Activision, publisher of the best-selling music game series "Guitar Hero," is looking to expand its audience with this fall's "Guitar Hero 5," with new features designed for casual players and die-hard fans alike.
"We've enhanced the entire experience around social play," said Activision Senior Vice President Will Kassoy. Players will be able to jump in and out of songs and change the difficulty level on the fly. "GH5" will also allow any combination of fake instruments, so if everyone wants to play drums, they can.
For more serious shredders, "GH5" developer RedOctane is adding a variety of challenges that pit players against friends at home or online. One game, for example, eliminates weaker performers until there's only one rocker standing.
"Guitar Hero" is also enjoying its status as a star-maker for bands like Wolfmother, which got a boost when its "Woman" appeared on "Guitar Hero II." The Australian metal band rushed to finish "Back Round" to meet RedOctane's deadline for the new game. "They're just a perfect fit for 'Guitar Hero,'" said Steve Sherr of Interscope, Wolfmother's record label.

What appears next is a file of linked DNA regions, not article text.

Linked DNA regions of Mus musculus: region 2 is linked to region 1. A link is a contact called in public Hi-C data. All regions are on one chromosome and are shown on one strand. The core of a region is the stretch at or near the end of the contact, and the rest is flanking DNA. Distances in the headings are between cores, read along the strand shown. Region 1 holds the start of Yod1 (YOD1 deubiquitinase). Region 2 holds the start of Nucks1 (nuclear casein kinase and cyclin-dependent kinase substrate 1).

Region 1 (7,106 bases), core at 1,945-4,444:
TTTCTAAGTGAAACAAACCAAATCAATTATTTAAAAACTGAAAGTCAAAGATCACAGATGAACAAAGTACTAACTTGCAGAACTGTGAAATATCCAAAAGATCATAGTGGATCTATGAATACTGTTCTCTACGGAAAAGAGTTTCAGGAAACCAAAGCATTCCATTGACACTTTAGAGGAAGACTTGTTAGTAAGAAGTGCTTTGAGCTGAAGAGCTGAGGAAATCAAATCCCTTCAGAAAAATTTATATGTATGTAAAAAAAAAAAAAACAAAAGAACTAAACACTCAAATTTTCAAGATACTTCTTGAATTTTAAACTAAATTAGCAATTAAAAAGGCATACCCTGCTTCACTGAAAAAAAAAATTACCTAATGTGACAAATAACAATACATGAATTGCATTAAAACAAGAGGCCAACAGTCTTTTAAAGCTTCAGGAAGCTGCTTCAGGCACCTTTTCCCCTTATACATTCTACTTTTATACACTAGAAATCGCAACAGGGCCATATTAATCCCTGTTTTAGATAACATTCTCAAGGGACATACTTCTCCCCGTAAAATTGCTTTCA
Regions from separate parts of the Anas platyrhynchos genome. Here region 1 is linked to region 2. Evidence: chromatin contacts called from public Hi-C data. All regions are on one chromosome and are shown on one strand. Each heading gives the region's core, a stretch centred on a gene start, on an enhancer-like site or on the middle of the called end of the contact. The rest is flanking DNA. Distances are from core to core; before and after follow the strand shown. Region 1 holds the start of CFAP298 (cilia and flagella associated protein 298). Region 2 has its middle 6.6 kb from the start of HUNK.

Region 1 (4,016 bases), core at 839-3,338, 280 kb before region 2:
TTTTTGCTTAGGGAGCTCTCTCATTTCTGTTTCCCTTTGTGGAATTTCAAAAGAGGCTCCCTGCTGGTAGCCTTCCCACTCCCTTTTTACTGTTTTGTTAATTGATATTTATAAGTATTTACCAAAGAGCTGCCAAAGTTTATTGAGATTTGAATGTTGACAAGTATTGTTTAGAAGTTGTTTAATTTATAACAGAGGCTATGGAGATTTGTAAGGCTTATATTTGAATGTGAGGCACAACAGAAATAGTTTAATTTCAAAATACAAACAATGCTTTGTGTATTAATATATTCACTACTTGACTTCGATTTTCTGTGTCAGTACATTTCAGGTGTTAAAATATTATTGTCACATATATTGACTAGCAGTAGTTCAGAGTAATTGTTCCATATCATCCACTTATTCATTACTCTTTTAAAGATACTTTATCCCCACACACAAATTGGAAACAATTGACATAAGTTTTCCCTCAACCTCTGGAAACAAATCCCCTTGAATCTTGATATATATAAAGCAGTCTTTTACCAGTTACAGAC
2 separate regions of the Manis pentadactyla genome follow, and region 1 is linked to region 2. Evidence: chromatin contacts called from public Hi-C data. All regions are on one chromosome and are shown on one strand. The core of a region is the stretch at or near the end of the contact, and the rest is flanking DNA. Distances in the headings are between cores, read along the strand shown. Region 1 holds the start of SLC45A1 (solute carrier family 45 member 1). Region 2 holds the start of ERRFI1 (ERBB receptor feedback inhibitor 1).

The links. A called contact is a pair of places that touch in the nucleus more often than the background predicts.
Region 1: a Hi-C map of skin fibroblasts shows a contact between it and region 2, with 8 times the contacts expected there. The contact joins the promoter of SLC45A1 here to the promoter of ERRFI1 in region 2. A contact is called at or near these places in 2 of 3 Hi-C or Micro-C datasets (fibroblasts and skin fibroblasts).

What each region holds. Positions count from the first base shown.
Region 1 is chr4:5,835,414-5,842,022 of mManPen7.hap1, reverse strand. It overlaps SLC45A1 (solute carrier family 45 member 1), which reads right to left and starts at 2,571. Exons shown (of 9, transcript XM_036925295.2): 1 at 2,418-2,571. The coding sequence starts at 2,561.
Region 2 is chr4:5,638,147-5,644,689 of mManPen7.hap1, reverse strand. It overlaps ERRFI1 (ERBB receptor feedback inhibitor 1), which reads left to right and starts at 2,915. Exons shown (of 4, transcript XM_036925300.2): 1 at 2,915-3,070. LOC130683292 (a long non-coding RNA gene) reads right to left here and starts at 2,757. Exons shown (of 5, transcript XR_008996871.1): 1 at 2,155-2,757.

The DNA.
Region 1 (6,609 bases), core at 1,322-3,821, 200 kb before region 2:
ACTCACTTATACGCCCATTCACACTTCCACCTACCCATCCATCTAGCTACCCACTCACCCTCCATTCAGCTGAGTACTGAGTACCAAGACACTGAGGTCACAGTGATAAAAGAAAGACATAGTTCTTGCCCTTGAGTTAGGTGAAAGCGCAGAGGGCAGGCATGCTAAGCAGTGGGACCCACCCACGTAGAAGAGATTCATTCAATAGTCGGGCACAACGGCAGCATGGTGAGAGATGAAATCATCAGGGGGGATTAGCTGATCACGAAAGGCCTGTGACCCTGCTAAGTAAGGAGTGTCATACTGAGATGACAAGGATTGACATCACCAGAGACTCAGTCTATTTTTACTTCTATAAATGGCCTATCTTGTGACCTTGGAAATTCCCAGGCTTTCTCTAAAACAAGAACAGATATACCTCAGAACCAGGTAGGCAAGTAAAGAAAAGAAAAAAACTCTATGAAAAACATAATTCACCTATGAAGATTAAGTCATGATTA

Sherr said another Interscope act stands to gain from its first video-game appearance. TV on the Radio is one of the most acclaimed bands in the United States, but its sales haven't kept pace with its critical reputation. "'Guitar Hero 5' will expose millions of people to the band," Sherr said.
Others on the 82-band roster include the usual suspects (Bon Jovi, Iron Maiden, Queens of the Stone Age), some fresh faces (Band of Horses, Arctic Monkeys, Vampire Weekend) and a few classic rockers who are new to the franchise (Tom Petty, John Mellencamp, Elton John).
"Guitar Hero 5" will reach stores Sept. 1, a week before "The Beatles: Rock Band" from rival MTV Games.